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The question is

Show that $f(n)=n^5+n^4+1$ is not prime for $n>4$.

The solution is given as

Let $\omega$ be the third root of unity. Then $\omega^2+\omega+1=0$. Since $\omega^5+\omega^4+1=\omega^2+\omega+1$, we see that $\omega^2+\omega+1$ is a *factor of the polynomial. So *$n^2+n+1|n^5+n^4+1$.

Which polynomial are we referring to in the bold typeface above? And how is $n^2+n+1|n^5+n^4+1$ true due to $\omega^5+\omega^4+1=\omega^2+\omega+1$?

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If two polynomials $f(x)$ and $g(x)$ have a common factor, it has a common root. In this case, all of the roots of $g$ are in $f$. –  Balarka Sen Dec 27 '13 at 18:12
    
What is $g(x)$ here and what are the common factors? –  user117913 Dec 27 '13 at 18:15
    
$g(x)$ is $x^2+x+1$ and the common factors are $x = 1, w, w^2$. –  Balarka Sen Dec 27 '13 at 18:20

4 Answers 4

up vote 1 down vote accepted

This is rather poor phrasing (in the highlighted solution). What it is saying is that that $\omega,$ which is a root of the irreducible polynomial $x^2+x+1$ is also a root of $x^5+x^4+1,$ and so the gcd of the two polynomials is not $1,$ and since the first polynomial is irreducible, it must divide the second. Now, that said, you can verify this without any fanciness by long division.

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As the 3rd root of identity $\omega=\mathrm{e}^{2\pi i/3}$ satisfies $x^5+x^4+1=0$, then so does its conjugate $\bar\omega=\mathrm{e}^{-2\pi i/3}$, and hence $(x-\omega)(x-\bar\omega)=x^2+x+1$ divides $x^5+x^4+1$.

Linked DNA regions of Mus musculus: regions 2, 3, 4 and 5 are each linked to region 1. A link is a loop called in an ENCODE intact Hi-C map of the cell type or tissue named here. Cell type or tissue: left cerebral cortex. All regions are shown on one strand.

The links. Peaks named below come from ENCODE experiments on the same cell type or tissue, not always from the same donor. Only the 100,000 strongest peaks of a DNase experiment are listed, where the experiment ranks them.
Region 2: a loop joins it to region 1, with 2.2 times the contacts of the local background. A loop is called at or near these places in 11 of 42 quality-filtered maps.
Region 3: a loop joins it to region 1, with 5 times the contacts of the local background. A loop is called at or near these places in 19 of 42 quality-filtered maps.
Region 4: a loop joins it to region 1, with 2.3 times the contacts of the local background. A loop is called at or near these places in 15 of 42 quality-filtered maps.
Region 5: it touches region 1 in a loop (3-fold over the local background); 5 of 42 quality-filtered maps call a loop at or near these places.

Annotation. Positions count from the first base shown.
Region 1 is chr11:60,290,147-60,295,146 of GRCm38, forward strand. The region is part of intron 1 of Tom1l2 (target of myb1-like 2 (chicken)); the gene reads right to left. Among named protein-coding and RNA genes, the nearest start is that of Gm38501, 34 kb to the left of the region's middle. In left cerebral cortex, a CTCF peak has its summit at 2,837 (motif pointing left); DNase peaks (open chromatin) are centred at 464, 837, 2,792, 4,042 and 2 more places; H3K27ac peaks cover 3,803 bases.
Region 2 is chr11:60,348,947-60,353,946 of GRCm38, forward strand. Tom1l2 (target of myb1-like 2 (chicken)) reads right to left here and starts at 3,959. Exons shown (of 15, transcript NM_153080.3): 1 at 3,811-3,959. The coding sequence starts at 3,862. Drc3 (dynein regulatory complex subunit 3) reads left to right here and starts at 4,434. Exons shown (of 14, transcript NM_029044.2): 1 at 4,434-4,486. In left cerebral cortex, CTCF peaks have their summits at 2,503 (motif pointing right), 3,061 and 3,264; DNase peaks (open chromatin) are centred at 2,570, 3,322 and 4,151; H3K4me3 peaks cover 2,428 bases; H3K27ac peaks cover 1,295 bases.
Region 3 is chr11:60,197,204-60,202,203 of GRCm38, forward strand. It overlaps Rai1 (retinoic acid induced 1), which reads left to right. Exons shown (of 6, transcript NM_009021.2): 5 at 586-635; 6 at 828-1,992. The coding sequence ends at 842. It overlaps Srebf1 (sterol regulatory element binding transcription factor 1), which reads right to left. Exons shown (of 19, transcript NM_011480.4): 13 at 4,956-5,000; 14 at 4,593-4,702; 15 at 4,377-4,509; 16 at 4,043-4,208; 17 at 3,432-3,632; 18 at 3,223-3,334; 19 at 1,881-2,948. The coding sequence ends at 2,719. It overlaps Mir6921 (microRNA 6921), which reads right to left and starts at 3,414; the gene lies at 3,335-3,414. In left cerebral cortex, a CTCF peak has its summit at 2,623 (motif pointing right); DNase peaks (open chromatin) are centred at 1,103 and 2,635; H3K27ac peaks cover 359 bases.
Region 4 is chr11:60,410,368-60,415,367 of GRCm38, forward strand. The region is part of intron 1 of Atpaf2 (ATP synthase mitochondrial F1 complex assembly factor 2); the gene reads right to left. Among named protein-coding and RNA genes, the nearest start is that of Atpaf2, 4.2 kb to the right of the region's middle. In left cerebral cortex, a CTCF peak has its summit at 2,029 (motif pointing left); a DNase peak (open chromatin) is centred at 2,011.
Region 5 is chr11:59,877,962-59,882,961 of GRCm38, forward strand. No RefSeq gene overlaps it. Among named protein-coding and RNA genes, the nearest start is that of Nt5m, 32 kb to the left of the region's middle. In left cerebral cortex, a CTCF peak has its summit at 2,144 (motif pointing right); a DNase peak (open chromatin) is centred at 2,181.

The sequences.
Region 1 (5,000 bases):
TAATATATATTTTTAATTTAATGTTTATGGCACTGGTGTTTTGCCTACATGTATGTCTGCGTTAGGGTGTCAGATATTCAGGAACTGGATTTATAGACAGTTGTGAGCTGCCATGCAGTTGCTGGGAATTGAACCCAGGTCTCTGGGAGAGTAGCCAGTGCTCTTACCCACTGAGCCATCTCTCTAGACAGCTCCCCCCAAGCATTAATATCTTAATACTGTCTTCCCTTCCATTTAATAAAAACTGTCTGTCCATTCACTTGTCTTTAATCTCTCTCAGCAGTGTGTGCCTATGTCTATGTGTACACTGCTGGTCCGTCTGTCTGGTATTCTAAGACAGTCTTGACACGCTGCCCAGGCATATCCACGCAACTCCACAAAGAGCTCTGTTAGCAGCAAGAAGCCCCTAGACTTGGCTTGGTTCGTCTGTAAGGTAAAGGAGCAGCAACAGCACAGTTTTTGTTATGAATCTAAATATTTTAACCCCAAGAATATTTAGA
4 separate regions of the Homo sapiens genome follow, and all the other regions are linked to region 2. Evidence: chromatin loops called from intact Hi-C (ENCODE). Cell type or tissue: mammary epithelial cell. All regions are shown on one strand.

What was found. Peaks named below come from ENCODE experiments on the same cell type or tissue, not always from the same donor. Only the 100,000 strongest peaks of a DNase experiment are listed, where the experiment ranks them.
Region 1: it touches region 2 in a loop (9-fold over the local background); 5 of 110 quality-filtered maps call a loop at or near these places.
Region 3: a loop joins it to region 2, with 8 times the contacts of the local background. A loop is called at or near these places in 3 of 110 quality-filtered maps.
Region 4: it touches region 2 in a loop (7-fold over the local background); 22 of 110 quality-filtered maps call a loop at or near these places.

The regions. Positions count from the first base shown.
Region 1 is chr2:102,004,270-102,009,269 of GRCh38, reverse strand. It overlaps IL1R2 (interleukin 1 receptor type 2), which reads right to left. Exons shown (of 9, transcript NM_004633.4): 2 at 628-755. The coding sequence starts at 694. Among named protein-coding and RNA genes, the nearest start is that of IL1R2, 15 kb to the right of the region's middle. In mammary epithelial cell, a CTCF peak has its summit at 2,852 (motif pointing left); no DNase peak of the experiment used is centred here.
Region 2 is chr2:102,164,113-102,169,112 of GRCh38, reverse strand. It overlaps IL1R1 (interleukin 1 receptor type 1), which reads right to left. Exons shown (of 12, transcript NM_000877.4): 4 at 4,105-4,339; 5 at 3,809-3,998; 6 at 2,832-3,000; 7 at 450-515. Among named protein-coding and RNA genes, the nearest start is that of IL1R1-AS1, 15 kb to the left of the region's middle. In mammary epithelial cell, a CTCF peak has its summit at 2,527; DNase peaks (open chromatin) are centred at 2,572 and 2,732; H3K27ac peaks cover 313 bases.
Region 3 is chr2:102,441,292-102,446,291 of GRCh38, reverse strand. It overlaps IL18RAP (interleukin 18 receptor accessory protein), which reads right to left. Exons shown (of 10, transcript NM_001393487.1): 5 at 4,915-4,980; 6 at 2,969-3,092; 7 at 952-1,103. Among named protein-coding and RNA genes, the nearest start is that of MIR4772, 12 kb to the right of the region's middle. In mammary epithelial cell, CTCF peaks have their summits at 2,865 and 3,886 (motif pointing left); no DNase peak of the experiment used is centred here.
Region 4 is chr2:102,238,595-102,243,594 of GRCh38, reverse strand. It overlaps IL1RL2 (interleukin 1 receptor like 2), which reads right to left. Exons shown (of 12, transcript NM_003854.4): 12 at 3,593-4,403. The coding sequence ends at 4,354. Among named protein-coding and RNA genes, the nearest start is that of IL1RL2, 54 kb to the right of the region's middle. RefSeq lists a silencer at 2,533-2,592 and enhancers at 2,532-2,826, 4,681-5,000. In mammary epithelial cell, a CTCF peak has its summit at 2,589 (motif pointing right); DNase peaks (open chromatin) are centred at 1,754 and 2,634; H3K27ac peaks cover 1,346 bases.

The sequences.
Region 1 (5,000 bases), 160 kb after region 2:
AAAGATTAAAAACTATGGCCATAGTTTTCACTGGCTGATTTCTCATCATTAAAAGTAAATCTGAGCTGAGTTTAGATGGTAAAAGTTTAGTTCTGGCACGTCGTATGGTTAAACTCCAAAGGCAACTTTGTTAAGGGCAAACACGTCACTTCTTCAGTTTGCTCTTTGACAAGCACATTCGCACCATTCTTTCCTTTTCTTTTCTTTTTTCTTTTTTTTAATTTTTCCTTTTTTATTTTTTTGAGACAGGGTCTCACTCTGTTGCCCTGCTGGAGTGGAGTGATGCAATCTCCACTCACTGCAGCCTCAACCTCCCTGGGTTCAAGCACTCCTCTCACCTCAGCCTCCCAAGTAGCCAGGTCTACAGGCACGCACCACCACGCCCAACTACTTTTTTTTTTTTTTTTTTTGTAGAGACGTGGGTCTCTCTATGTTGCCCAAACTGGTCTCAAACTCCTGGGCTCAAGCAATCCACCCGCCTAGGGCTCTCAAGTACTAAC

Note that $$ x^5+x^4+1=(x^2+x+1)(x^3-x+1). $$

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I know other solutions. Please help me understand the given one. –  user117913 Dec 27 '13 at 18:16
    
The given solution tells you how to get this factorization. –  Igor Rivin Dec 27 '13 at 18:20
    
See edited version. –  Yiorgos S. Smyrlis Dec 27 '13 at 18:23
    
This is the solution that I was looking for. –  user117913 Dec 27 '13 at 18:28

See that $\omega$ is a root of both $f(x)=x^5+x^4+1$ and $g(x)=x^2+x+1$. Now $g(x)$ has all coefficients real, and it is a polynomial of degree 2. Hence it has two roots and the second root must be the complex conjugate of $\omega$, that is $\omega^2$. Hence $g(x)=(x-\omega)(x-\omega^2)$. Also note that $f(\omega^2)=0$. Hence $f(x)=(x-\omega)(x-\omega^2)h(x)=g(x)h(x)$ for some real polynomial $h(x)$. Now you can easily show by equating coefficients that $h(x)$ has integer coefficients. Now put $x=n$ on both sides. Then since $h(n)$ turns out to be an integer $n^2+n+1|n^5+n^4+1$.

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Let $$g(n)=n^2+n+1$$ and $$h(n)=n^3-n+1$$.

Clearly $$f(n)=g(n) \cdot h(n)$$

Now $h(1)=1$ and $h'(n) = 3 n^2-1 > 0$ for $n\ge 1$. So, for $n>1$ both $g(n)$ and $h(n)$ are greater than $1$. So

$f(n)$ **is composite for all $n>1$

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